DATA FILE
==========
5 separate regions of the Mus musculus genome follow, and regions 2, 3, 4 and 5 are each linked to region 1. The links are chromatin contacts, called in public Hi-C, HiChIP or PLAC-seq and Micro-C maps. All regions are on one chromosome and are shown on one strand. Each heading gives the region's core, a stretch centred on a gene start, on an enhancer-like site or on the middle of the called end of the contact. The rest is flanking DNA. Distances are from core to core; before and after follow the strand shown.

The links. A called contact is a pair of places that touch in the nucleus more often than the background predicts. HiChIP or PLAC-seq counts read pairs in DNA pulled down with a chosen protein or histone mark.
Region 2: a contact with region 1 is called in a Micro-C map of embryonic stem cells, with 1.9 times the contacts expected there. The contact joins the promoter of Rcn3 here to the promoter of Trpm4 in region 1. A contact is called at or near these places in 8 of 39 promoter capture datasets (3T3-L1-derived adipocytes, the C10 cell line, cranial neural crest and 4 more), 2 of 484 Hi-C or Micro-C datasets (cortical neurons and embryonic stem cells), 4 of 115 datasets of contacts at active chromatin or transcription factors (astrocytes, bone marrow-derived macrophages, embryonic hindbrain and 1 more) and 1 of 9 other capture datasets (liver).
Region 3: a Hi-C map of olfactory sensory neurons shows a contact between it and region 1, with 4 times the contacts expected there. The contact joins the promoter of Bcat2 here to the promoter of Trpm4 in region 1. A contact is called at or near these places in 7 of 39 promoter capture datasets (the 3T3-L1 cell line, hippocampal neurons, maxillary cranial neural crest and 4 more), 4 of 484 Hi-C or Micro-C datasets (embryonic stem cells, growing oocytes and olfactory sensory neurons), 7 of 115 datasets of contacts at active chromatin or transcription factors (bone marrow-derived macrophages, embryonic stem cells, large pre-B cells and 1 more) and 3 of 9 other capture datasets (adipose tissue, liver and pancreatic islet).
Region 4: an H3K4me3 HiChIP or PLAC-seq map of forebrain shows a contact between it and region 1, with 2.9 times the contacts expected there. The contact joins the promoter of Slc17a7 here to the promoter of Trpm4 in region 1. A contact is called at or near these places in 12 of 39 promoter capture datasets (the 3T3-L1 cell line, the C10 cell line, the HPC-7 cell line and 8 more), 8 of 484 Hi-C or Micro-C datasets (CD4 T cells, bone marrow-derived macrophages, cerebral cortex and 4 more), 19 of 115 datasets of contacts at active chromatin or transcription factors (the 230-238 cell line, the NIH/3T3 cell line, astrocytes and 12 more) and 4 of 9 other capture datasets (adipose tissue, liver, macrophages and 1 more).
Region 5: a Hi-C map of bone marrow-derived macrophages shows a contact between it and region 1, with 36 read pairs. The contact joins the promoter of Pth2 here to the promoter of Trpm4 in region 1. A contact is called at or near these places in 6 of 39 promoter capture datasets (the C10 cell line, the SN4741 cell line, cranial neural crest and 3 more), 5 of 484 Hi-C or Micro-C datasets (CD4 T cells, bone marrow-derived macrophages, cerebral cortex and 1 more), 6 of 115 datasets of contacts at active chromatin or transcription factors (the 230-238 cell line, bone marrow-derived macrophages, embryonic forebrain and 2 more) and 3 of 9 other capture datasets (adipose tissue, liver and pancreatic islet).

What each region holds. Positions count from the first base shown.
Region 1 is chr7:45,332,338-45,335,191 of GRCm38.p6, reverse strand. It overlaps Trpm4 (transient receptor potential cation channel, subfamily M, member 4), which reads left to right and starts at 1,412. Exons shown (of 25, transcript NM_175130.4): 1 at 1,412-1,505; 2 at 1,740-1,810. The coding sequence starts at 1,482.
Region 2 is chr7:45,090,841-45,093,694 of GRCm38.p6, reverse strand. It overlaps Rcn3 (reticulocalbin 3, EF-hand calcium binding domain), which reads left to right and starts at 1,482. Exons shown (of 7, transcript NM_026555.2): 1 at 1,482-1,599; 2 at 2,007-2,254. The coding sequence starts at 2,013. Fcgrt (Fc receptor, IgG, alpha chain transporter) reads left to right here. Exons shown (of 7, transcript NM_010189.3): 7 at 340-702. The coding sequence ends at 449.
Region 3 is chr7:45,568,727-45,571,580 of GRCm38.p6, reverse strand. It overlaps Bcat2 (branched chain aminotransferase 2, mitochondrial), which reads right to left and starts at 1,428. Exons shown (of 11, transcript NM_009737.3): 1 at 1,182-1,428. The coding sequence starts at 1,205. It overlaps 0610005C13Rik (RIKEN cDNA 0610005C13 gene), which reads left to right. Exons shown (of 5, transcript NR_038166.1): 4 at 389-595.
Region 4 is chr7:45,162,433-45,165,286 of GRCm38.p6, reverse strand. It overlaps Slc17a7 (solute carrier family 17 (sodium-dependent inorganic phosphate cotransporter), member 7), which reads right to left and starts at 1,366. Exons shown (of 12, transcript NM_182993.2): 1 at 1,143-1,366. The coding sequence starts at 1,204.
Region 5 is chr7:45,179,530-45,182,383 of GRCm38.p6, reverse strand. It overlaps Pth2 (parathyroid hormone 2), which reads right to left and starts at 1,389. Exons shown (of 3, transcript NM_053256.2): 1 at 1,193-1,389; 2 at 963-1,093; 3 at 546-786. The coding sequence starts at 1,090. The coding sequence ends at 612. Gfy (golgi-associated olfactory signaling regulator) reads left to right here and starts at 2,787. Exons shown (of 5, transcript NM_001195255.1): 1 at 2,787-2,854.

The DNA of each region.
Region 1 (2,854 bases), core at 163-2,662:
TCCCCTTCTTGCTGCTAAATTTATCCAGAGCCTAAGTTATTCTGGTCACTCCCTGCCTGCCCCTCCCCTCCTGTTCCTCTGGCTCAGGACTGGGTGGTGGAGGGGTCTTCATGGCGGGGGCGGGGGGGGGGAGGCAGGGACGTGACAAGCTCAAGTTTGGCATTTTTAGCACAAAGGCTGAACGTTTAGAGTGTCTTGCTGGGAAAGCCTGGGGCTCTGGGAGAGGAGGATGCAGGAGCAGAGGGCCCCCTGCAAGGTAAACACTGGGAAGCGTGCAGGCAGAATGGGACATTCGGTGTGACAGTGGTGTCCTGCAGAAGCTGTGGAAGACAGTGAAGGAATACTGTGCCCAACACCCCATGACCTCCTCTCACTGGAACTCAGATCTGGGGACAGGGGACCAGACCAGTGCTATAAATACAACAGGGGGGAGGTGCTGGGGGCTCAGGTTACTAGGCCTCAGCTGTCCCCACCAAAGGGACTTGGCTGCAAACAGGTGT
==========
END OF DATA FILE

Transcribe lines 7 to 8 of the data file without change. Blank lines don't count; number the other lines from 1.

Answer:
What each region holds. Positions count from the first base shown.
Region 1 is chr7:45,332,338-45,335,191 of GRCm38.p6, reverse strand. It overlaps Trpm4 (transient receptor potential cation channel, subfamily M, member 4), which reads left to right and starts at 1,412. Exons shown (of 25, transcript NM_175130.4): 1 at 1,412-1,505; 2 at 1,740-1,810. The coding sequence starts at 1,482.